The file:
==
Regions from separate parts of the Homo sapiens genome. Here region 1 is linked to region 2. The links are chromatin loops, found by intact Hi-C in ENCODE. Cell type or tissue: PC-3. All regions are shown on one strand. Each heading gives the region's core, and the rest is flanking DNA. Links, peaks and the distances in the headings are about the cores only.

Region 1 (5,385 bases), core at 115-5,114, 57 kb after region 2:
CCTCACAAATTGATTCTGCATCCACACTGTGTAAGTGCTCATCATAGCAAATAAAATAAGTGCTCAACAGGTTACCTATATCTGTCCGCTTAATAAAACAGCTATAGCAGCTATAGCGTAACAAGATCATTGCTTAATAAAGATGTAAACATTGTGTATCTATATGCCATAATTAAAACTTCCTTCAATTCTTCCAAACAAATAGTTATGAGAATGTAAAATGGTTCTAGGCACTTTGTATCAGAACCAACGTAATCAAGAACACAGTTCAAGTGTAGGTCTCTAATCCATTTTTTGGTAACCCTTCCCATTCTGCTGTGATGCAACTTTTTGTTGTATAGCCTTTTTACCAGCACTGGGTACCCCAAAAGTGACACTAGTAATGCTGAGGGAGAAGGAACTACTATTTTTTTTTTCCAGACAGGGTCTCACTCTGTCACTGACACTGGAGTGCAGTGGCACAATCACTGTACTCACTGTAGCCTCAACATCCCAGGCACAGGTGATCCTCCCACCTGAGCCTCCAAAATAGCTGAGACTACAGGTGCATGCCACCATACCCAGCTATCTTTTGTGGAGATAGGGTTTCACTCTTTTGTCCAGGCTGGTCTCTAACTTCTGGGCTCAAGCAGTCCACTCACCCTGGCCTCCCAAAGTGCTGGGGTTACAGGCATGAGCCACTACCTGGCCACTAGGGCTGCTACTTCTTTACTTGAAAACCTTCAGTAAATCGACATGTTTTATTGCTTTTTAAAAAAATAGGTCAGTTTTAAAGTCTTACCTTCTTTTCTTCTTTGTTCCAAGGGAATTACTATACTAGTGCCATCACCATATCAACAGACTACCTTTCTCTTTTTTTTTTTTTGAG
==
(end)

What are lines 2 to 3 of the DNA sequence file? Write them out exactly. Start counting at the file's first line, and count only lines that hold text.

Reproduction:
Region 1 (5,385 bases), core at 115-5,114, 57 kb after region 2:
CCTCACAAATTGATTCTGCATCCACACTGTGTAAGTGCTCATCATAGCAAATAAAATAAGTGCTCAACAGGTTACCTATATCTGTCCGCTTAATAAAACAGCTATAGCAGCTATAGCGTAACAAGATCATTGCTTAATAAAGATGTAAACATTGTGTATCTATATGCCATAATTAAAACTTCCTTCAATTCTTCCAAACAAATAGTTATGAGAATGTAAAATGGTTCTAGGCACTTTGTATCAGAACCAACGTAATCAAGAACACAGTTCAAGTGTAGGTCTCTAATCCATTTTTTGGTAACCCTTCCCATTCTGCTGTGATGCAACTTTTTGTTGTATAGCCTTTTTACCAGCACTGGGTACCCCAAAAGTGACACTAGTAATGCTGAGGGAGAAGGAACTACTATTTTTTTTTTCCAGACAGGGTCTCACTCTGTCACTGACACTGGAGTGCAGTGGCACAATCACTGTACTCACTGTAGCCTCAACATCCCAGGCACAGGTGATCCTCCCACCTGAGCCTCCAAAATAGCTGAGACTACAGGTGCATGCCACCATACCCAGCTATCTTTTGTGGAGATAGGGTTTCACTCTTTTGTCCAGGCTGGTCTCTAACTTCTGGGCTCAAGCAGTCCACTCACCCTGGCCTCCCAAAGTGCTGGGGTTACAGGCATGAGCCACTACCTGGCCACTAGGGCTGCTACTTCTTTACTTGAAAACCTTCAGTAAATCGACATGTTTTATTGCTTTTTAAAAAAATAGGTCAGTTTTAAAGTCTTACCTTCTTTTCTTCTTTGTTCCAAGGGAATTACTATACTAGTGCCATCACCATATCAACAGACTACCTTTCTCTTTTTTTTTTTTTGAG